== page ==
A boomer who ruined the Christmas cookies

We’ve all been around a long time, and probably all have remembrances good and bad. But what we just got here at BoomerCafé from Estella Clifford of Glenside, Pennsylvania, is a mid-1950s remembrance of one Christmas both good and bad. Estella calls it, Christmas ala Salt!

It’s Christmas time again, and a lot of things have changed in my life. For one thing, this is only the second Christmas of my life when I no longer have immediate family to be with during the holidays. It’s a little strange, but it’s okay. I had a lot of happy Christmases with them.

Also, this is my first holiday season as a “retiree.” That’s a little harder to deal with. Although it was my choice, I do miss the camaraderie of my office mates. But I am too young to take to my rocking chair. So what to do? What to do? I try out new careers in my head.

Estella Clifford and her mother.

So here I am, sitting watching The Great British Baking Show, Christmas edition, and imagining a new career as a pastry chef. It’s kind of neat, watching this. They are doing all the measurements in metrics — grams and mils, rather than cups and ounces. And using slightly different terms, like “cling film” instead of “plastic wrap.” Still, it takes me back to making Christmas cookies with Mom, when I was a kid.

Before I was big enough to actually participate (she thought!), she’d put me in my highchair at the kitchen table while she worked. One time when her attention was elsewhere, I “helped,” reaching into the red and white plastic canister, grabbing some more sparkly white crystal stuff, and dropping it into the batter. Well, it looked like the stuff she put in there! However, what I added was a small fistful of salt, instead of the sugar she’d been adding. Well, heck, they looked exactly alike, to my toddler eyes!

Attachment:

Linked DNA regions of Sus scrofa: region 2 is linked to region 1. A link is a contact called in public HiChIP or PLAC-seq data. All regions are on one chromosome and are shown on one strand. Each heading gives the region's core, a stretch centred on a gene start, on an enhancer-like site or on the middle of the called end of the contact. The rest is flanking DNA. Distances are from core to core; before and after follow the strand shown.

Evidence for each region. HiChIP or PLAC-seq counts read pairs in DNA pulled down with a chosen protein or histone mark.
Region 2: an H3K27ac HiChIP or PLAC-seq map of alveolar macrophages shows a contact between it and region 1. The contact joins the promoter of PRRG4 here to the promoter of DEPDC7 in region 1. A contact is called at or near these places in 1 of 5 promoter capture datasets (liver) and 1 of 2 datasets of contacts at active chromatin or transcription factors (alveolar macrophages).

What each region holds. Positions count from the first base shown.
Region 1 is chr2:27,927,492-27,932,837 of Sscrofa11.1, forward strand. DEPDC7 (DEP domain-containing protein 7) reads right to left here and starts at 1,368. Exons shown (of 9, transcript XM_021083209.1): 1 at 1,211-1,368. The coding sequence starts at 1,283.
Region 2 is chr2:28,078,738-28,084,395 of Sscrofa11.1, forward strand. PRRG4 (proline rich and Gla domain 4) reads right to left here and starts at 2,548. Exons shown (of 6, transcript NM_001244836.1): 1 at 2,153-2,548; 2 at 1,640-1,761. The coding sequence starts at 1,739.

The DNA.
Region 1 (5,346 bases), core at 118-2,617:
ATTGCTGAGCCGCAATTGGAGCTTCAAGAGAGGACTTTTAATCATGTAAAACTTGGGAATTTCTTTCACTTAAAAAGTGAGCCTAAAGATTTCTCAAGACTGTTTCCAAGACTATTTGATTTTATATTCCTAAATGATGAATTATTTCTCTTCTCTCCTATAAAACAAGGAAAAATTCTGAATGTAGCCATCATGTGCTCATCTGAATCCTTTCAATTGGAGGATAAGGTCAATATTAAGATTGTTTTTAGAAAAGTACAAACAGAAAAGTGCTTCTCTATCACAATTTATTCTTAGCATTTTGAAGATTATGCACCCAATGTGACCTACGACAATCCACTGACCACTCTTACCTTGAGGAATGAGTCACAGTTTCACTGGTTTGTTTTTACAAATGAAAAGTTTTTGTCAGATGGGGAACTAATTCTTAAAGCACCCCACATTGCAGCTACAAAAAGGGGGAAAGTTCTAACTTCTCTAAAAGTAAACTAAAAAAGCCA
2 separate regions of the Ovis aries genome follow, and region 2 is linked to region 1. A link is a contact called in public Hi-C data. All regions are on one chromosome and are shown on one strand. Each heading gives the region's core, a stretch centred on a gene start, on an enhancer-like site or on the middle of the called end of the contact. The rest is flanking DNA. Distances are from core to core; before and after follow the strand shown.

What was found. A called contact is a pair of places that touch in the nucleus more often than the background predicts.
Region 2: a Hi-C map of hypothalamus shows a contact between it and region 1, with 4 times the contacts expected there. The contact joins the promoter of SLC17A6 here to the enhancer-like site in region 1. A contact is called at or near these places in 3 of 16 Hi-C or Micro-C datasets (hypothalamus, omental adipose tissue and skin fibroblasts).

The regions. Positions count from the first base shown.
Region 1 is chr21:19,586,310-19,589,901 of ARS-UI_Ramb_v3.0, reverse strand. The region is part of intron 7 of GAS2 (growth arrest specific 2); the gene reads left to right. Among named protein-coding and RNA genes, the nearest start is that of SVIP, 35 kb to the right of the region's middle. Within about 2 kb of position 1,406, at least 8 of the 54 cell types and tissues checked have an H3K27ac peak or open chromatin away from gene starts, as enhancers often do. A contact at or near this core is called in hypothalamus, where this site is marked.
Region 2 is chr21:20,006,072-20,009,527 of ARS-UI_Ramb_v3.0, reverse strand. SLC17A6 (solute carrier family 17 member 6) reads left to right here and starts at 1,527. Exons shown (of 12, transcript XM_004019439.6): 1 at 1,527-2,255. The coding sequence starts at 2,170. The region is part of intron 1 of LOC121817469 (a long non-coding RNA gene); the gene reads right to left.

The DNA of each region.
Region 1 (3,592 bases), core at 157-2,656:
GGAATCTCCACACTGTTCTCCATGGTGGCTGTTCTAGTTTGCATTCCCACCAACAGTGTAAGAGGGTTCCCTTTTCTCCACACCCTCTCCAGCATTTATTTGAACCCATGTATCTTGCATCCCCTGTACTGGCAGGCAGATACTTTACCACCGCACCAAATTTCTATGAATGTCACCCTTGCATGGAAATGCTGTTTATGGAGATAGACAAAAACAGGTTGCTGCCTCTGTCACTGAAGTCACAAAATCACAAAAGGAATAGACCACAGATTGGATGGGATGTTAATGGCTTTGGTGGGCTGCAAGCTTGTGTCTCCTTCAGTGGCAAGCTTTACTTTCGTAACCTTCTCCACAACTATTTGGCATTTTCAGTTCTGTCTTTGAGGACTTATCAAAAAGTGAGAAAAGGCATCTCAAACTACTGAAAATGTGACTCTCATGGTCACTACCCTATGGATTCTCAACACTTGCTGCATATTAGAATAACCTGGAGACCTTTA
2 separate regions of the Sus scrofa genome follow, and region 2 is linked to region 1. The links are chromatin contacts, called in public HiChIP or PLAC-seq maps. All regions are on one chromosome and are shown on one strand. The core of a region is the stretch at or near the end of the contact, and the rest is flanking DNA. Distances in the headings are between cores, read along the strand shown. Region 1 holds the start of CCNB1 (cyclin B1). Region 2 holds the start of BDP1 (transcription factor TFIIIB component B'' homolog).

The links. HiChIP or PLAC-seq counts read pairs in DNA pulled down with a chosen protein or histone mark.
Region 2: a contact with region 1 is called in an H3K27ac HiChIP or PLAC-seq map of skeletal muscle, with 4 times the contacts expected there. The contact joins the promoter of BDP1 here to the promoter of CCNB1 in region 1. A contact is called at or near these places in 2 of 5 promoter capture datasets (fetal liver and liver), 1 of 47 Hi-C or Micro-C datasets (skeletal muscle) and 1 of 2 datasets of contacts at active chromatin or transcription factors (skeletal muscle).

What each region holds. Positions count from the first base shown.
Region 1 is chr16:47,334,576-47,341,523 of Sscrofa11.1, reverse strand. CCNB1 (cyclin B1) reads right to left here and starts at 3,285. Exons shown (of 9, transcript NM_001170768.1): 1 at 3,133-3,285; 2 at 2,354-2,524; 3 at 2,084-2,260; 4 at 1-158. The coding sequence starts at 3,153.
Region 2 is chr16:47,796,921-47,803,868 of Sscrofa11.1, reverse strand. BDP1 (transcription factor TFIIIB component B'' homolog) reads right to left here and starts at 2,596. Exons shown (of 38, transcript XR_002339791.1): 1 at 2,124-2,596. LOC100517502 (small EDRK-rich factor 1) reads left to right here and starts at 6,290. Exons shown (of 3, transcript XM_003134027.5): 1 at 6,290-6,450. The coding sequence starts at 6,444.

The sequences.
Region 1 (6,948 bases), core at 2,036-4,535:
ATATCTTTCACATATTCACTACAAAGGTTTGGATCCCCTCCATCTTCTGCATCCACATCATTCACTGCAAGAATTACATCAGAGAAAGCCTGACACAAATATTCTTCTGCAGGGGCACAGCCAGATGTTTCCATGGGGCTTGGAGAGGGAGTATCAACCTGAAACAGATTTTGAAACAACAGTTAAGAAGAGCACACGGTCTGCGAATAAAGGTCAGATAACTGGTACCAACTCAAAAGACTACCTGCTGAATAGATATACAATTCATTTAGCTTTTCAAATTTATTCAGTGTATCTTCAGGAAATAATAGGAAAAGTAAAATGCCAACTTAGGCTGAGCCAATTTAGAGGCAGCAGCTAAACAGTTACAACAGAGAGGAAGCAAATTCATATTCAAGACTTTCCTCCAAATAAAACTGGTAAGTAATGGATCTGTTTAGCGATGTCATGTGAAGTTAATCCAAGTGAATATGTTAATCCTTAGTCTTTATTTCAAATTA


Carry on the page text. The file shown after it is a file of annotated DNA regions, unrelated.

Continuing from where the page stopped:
My mother was quite strong-willed, not a woman to give in to temptation. Once the cookies were baked, and having sampled a previous batch, she saw no need to indulge in more tasting. She let them cool, then packed them away. Without sampling any. Salt instead of sugar? Oops. She didn’t know.

It wasn’t until Christmas Day that my helpfulness was revealed. I don’t remember who the lucky victim was, but some family member took a cookie and happily popped it in the mouth, anticipating the buttery almond sweetness of a melt-in-your-mouth Spritz cookie … only to spit it right out. My contribution to the baking process had rendered Mom’s cookies inedible.

She had wrapped some others and given them away, so she was a tad upset. My assistance discovered, Mom explained the difference between salt and sugar. I was too young to realize it at the time, but she was mortified to have given the cookies to people outside the family. At least she was able to warn them off of actually eating any!

I didn’t get punished, and life when on. It wasn’t until I was an adult that Mom recounted the incident to me, and at a distance of forty years, we laughed.

And that is why I sample every batch!


    1. Aha! That’s it! I was just way ahead of the trend! Y’know, the first time I got sea salt in my ice cream, and sea salt in my chocolate, I was taken aback. I’ve gotten used to it, though. However, I’m pretty sure I that batch of cookies exceeded anyone’s tolerance!

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